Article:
Penn’s Flowers series was initiated from an assignment by American Vogue for the 1967 Christmas edition. This became the first of seven annual assignments that Penn would photograph flowers for Vogue, each year devoting himself to one class of flower. The photographs were collectively published as a book Flowers in 1980: 1967, Tulips; 1968, Poppies; 1968, Peonies; 1969, Orchids; 1970, Roses; 1971, Lilies; 1973, Begonias (Penn also photographed wildflowers in 1973 which appeared in Vogue’s 1974 Christmas edition but were excluded from the Flowers book). Thereafter, Penn returned to the subject right up until his death in 2009.
The circle of the last year is complete; the new one just beginning. The party’s over, or it’s just beginning. Let’s face the music, and dance. Wishing you, dear Reader, a happy New Year.
[Image/post in response to this week’s WordPress photo challenge theme of Circle]
Bond Street Christmas lights, for this week’s WordPress photo challenge.
Also gives me the opportunity to let you know about my Mrs Dalloway and Virginia Woolf guided walk, 26 November, 6-8pm. More details and booking here.
‘Mrs Dalloway said she would buy the flowers herself.’ But even as she steps out into the clamour and commotion of the street, the squeak of the hinges casts her mind back to her youth and the fateful summer at Bourton when she stood ‘on the theshold of her adult life.’ Just as the past is always present in the fabric of the city, so our own past reverberates throughout our lives as individuals.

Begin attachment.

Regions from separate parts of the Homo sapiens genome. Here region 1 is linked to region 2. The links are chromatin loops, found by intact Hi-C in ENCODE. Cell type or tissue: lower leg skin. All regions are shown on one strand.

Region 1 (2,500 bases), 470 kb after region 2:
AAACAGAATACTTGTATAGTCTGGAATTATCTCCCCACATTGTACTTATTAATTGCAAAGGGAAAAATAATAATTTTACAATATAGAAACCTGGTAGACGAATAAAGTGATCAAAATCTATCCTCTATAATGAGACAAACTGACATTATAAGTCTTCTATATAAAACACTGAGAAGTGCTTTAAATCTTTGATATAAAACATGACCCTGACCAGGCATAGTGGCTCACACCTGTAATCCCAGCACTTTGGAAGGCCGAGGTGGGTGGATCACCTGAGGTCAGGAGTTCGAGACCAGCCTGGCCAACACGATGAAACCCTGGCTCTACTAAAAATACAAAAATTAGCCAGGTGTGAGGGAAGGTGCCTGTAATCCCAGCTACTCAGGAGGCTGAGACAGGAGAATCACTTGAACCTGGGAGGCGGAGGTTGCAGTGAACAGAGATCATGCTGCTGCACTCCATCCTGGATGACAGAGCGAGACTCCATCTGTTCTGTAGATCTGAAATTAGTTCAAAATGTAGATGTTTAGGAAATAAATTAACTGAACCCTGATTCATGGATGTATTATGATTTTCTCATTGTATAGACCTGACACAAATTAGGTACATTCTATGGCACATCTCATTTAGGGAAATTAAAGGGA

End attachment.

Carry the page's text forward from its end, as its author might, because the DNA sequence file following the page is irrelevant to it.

Westminster, St James’s, Piccadilly, Bond Street, Oxford Street, Harley Street, Fitzrovia and then across to the famous squares of Bloomsbury. This walk takes us through the historic centre of the dynamic metropolis, brought to life on the page so vividly in Virginia Woolf’s masterpiece.
Few books convey the sheer wonder, the miracle of being alive, here, now and in the city as vividly as Mrs Dalloway. This walk, in the footsteps of Mrs Dalloway and Virginia Woolf, provides the opportunity to immerse ourselves in the city and the novel. To immerse ourselves in a London busy, crowded and lit up for Christmas; a London, in other words, getting ready for a party.
As Virginia Woolf wrote in her essay Oxford Street Tide – ‘The charm of modern London is that it is not built to last; it is built to pass.’ Book here
Just discovered this stunning performance (and piece of music) via Max Richter’s classical-for-beginners playlist on the Guardian website – that’s beginners in the sense of listening not playing.
Bach’s Chaconne, Partita No 2 BWV 1004 (1720), for solo violin, performed by Hilary Hahn. Extraordinarily powerful and beautiful.
TESM exhibited at the ServiceNow NowForum at Excel in London docklands recently.
Having worked on the promotional material I was invited to the after-show drinks at Canary Wharf. These are a couple of snaps taken on my way there.
(Wouldn’t have been a good idea to look up this precipitously on the way home)
Just came across this great presentation by Google tech writer Riona MacNamara at WriteTheDocs recent Portland conference (May 19, 2015).
The subject area is technical documentation, and is very interesting on that score. But it’s about so much more – most importantly, what you can achieve by being audacious (but not reckless), focused (but open and generous), and unafraid.
I love the subtle qualifications that make all the difference – audacious, but not reckless, for example. Though note that there is no qualification for unafraid: you’ve just got to be unafraid (or, maybe as likely, feel the fear – and do it anyway. There’s also a lot of good stuff on happiness, work and making a difference.
Now looking at ways to get to the WriteTheDocs conference in Prague.
Anyway, enjoy – and one thought to take away:
“Authority and influence don’t derive from your resumé, but from action and impact.” Riona MacNamara